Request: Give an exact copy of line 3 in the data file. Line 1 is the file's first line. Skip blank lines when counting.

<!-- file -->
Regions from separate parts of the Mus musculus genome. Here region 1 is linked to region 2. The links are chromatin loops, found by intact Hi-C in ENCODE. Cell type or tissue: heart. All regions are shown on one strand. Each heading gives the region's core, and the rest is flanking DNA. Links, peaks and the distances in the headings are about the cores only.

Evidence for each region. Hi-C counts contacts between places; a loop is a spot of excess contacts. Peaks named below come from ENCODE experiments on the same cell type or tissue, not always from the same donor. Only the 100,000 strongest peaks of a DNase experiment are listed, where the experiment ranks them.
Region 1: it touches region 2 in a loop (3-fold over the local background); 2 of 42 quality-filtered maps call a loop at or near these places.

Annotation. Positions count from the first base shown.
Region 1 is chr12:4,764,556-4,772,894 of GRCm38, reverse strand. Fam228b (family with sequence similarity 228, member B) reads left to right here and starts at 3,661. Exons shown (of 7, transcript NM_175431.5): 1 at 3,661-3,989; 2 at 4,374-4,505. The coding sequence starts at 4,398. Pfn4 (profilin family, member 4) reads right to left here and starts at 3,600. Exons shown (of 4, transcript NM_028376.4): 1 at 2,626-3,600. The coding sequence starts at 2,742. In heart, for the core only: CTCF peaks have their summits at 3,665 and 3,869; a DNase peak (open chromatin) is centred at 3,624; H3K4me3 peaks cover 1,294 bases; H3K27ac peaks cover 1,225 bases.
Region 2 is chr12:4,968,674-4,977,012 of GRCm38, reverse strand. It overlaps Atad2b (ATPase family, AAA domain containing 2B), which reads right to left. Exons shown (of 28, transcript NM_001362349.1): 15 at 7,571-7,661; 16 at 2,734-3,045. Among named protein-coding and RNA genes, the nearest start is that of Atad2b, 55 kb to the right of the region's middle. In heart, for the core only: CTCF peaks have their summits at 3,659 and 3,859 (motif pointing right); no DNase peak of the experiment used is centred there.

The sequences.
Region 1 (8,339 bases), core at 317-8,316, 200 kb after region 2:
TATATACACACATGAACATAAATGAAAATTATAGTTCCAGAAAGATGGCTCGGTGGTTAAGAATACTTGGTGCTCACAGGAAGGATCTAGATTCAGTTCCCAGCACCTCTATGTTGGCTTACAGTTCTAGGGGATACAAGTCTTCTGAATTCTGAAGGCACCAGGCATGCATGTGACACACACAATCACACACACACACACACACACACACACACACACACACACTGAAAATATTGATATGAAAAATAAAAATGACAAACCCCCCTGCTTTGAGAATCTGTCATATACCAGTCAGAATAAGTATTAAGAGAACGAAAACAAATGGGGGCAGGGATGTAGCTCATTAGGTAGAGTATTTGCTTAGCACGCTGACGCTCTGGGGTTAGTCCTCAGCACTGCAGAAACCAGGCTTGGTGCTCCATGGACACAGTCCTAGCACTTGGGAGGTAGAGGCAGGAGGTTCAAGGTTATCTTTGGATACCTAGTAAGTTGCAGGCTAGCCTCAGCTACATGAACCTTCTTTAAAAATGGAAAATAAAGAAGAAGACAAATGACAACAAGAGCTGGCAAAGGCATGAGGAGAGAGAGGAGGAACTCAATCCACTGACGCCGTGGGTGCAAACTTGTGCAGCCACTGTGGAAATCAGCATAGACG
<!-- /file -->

Region 1: it touches region 2 in a loop (3-fold over the local background); 2 of 42 quality-filtered maps call a loop at or near these places.